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Make way for young conservatives

June 23,2018
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Choi Sang-yeon
*The author is an editorial writer for the JoongAng Ilbo.

In “Story of the Crusades,” Nanami Shiono, a Japanese expert in Italian history, observed that talented people seemed to be concentrated in one group during certain periods in time. Eventually, though, a rival group would produce equally talented people, she wrote.

Shiono used the example of Muslim leaders who emerged after the First Crusade. There was no clear answer to why talent couldn’t appear in two sides at the same time. She ambiguously concluded that it might be the consideration of gods that humans must know their hominal limits or it might be the irrationality of history.

Her argument perfectly describes Korean politics today. The conservatives collapsed because they lack talented politicians. The liberals’ competitive politicians have all joined the National Assembly organically, but the main opposition party selected only loyalists, not leaders, through a series of nomination processes that favored allies of former President Park Geun-hye. The talented conservatives who were not in the National Assembly remained bystanders.

The latest election results clearly showed the lack of talented politicians on the right. There seemed to be no conservative leaders who could repair their parties. The Liberty Korea Party and Bareunmirae Party have increasingly argued that fresh faces from the outside should lead them, since such leaders still exist in the country. The emergence of young leaders is, in fact, a global trend. It is the fastest, strongest and surest way to attract voters.

In the early 1970s, Kim Young-sam and Kim Dae-jung argued that the opposition should be led by politicians in their 40s, saving the liberals from the verge of extinction. The problem, though, is whether conservative parties can even find new faces. The possibility seems low. The appearance of a new force means the exit of an old one. But in Korea’s political history, old politicians continue to linger and participate in consolation matches.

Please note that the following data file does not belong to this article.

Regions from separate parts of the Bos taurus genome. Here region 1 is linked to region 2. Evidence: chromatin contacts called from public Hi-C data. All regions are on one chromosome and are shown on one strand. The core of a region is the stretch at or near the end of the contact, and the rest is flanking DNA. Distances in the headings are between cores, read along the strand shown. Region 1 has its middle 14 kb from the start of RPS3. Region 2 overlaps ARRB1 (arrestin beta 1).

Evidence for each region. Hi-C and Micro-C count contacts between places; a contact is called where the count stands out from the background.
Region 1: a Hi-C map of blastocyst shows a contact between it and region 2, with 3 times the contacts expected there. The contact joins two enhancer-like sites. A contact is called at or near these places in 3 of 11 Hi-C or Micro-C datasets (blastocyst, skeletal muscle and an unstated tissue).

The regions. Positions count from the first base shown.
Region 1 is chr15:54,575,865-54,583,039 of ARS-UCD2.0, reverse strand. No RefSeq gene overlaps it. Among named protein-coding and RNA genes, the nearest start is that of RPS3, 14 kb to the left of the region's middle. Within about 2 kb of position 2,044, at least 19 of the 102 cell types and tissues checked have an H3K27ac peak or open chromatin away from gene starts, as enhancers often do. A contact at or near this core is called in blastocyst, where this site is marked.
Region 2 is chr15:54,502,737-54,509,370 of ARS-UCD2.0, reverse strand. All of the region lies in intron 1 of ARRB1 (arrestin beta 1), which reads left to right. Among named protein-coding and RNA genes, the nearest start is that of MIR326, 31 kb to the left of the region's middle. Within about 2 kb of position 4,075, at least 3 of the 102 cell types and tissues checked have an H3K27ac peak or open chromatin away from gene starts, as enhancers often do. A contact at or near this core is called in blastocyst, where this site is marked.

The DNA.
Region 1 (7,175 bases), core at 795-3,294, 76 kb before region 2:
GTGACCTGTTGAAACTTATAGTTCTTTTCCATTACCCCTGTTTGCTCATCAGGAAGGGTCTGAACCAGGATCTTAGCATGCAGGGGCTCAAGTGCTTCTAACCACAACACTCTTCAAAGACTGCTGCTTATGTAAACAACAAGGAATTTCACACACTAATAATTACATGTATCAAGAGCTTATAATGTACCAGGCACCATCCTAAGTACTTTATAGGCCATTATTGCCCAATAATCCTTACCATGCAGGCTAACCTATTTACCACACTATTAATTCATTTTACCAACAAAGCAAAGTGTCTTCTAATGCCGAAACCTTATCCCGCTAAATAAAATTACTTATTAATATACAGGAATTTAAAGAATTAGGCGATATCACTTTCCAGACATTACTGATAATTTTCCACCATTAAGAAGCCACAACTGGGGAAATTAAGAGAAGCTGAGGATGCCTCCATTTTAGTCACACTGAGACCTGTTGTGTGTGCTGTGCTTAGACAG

The Uri Party’s convention to elect a new leader on Feb. 18, 2006, is an example of that. After losing its majority in the National Assembly, the party promoted the idea of creating a new leadership with politicians in their 40s. But the only thing they could stress was that they were young. They continued to rely on old political strategies like forming coalitions. Of course, no one asked for responsibility, and no one took responsibility. Three months later, it suffered another crushing defeat in the local election and then the presidential election.

What happened? It was because the party reform was no more than blaming each other. The situation was very different from what happened 10 years later, when an emergency council under the lead of Kim Chong-in purged some Roh Moo-hyun loyalists in the Democratic Party and led the party’s legislative campaigns.

The current situation of the Liberty Korea Party — where Park loyalists and others are still fighting while promoting the idea of finding new leadership with politicians in their 40s — is similar to that of the Uri Party 10 years ago. Even if a pragmatic conservative in his or her 40s is recruited as an interim leader, the leadership, which will be in power until the fall at the latest, won’t have any nominating power. It will follow in the footsteps of In Myung-jin’s acting leadership, which failed to make true purges. It’s no wonder that establishment conservatives believe they can just wait for another opportunity.

Former Japanese Prime Minister Yasuhiro Nakasone stressed that consistency and trends are the essence of conservatism. It means conservatives must maintain consistent principles, but they must be updated when necessary. Edmund Burke also said conservative reforms should preserve.

The opposition parties of the 1970s did just that, as well as leaders in their 40s from around the world. They changed their political philosophies and values radically, and the changes empowered their arguments to overcome the barriers of the existing establishment. The people supported their ideas to change thoughts and attitudes.

I hope the opposition parties’ arguments to recruit new leaders in their 40s and 50s will win more support. The political environment should change to allow young leaders to implement bolder changes. They should agree to allow a purge.

The politics of the old must change. The Roh loyalists’ one-time show of reform cost them the presidency for 10 years. The Liberty Korea Party’s position is no different. It must know that the Republicans’ lost two decades in the United States was not someone else’s business.

JoongAng Ilbo, June 22, Page 30